Perry Como is a man of great faith who once told an audience, "I have the things money can buy now, but the things money can't buy I've always had."
Relaxing more yesterday in a straight back chair than anyone could, he wore a plain yellow shirt with the cuffs turned up, open at the neck showing a gold medalion haging from a chin, beige shorts, sweat socks and untied sneakers. His appearance matched his attitude toward life.
At 65 he looks a very handsome 40 and was planning to jog five or six miles in the afternoon. His weight is 160 pounds and his health is perfect. "I started jogging about 10 years ago, just to get the heart started. Some days I go up to 7 or 8 miles. It all depends how I feel."
He thought about the question, "How long have you been in show business?" He closed his eyes as a lot of people do to think, and said, "I married Roselle, let's see, we celebrated out 44th anniversary in July, so it's 44 years because I started singing the same year."
Roselle Belline was a childhood sweetheart Como met when he was an apprentice barber in Steve Fragapane's shop in Cannonsburg, Penn.
He was the seventh child in a family of 13 born to Pietro and Lucia Como, who came to the U.S. from Abruzzi, Italy, and the first of their children to be born in America.
Roselle and Perry have three children and nine grandchildren and he is amused when he says, "I think the kids are going the way of my parents."
His first singing job was in 1933 when he made $28 a week with Freddie Carlone's band.
In 1936 he went with Ted Weems for $50 a week and was unhappy with the lifestyle.
"After years of one-night stands and the disruption of family life I quit, went back home and tried to find a good location for a barber shop."
In 1942 the demand for him to return to show business was heavy, so he signed with CBS to do his own radio show.
"I know the direction I wanted to go then. The big bands were in, Sinatra had the kids screaming in the aisles. Helen O'Connell, Bob Eberly were all starting up."
Como had some screamers and it embarrassed him, so he told his audience, "Scream if you want, but there is really nothing to scream about." Then I sold them on the idea that screaming was disrespectful."
Along with his nightclub and theater success, Como's recordings started to hit the market. In 1945 he set a record by selling over a million copies of "Till the End of Time." In one week in 1946, 4 million Como recordings were turned out.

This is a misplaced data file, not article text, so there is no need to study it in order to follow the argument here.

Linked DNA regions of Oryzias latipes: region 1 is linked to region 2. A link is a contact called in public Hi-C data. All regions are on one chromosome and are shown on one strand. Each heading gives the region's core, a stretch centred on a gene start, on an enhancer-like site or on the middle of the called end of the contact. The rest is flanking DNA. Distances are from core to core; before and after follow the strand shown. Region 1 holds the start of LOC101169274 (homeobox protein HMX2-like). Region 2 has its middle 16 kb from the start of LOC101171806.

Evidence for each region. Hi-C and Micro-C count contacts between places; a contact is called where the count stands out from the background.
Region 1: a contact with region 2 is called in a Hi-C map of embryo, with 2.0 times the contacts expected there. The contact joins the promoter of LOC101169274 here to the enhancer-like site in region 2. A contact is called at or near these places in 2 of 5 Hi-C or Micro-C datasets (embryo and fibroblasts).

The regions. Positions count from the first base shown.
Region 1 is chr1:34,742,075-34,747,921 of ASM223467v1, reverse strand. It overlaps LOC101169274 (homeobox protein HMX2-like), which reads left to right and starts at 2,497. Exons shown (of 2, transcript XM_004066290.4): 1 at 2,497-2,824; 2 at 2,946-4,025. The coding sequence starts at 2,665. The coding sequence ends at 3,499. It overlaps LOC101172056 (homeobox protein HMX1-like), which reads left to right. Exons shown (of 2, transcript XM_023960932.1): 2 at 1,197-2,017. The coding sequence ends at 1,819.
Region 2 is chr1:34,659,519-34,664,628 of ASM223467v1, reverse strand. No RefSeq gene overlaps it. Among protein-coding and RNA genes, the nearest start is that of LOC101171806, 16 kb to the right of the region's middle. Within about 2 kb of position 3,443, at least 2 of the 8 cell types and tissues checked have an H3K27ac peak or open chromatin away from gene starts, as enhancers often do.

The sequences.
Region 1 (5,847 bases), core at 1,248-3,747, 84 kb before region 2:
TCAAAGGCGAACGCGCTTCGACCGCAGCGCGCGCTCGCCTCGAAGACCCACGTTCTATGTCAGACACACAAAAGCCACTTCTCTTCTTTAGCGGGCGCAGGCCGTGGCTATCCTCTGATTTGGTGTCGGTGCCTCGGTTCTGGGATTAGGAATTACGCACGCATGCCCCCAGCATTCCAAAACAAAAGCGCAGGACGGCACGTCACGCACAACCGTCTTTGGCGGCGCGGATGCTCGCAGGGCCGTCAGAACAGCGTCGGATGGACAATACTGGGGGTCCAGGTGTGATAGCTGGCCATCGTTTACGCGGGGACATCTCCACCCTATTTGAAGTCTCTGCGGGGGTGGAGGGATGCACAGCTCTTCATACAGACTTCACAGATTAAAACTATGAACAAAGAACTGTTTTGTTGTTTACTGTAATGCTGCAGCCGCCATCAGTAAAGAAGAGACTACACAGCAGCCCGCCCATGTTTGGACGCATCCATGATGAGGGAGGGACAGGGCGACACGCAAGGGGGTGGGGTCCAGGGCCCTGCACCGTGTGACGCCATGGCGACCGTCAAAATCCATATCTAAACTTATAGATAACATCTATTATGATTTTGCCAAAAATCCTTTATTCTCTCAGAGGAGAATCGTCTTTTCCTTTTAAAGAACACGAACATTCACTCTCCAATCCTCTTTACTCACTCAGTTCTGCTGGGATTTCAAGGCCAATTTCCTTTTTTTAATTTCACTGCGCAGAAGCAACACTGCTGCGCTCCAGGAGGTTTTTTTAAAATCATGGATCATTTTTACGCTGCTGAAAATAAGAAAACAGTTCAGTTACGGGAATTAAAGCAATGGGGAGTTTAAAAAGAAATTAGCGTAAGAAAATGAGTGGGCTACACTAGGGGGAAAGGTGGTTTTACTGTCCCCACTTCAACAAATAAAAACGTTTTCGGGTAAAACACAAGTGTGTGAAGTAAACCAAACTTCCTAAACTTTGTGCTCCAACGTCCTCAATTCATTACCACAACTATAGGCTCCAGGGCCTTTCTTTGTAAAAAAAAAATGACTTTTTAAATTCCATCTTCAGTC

He had long planned to cut down his weekly schedule, and after 20 years of TV and radio made good his "threat" of wanting to spend more time with his family. "After all," Perry said, "things don't go on forever. They've got to come to a halt sometime."
That is exactly how he felt sitting out at Shady Gove, where he is appearing for three nights. He tours infrequently now.
"It's tough to do shows. You have to get guests and they are hard to come by, and then you have to reciprocate and go on their shows.
"I could have Bob Hope, but he might call me and say, 'We're going to Tanganyika Tuesday and I want you along.'"
The pace he has set is just right for Como now.
Florida in the winter and Long Island in the summer. Some time with the grandchildren, a little golf, fishing now and then.
About his sons he said, "One is a stock broker who hasn't made a dime for me. They work hard, I send them golf clubs and they send them back."
He still likes to get up once in awhile and sing before an audience and remembered a night at the Garden State Arts Center in New Jersey.
"It's beautiful out there and the people sit on the grass. I had an opening throwaway line. I was going to come out to this nice middle-aged audience and say, 'I see you're all on grass.'
"I was sitting in my dressing room and the young warmup comedian is on stage throwing out the same line."
Like a lot of Italians, Perry likes a plate of spaghetti and bragged about his wife's excellent cooking.
"She can make any dish there is. Once in awhile we have spaghetti, we call it 'a spaghetti fix'. I eat a huge bowl and have to stay away from it for a couple of weeks."
He talked about his songs and said he sees a good many younger people in his audiences so he sings a few contemporary songs along with the oldies.
"How could I leave out 'Prisoner of Love'? Can Helen O'Connell leave out 'Green Eyes'?".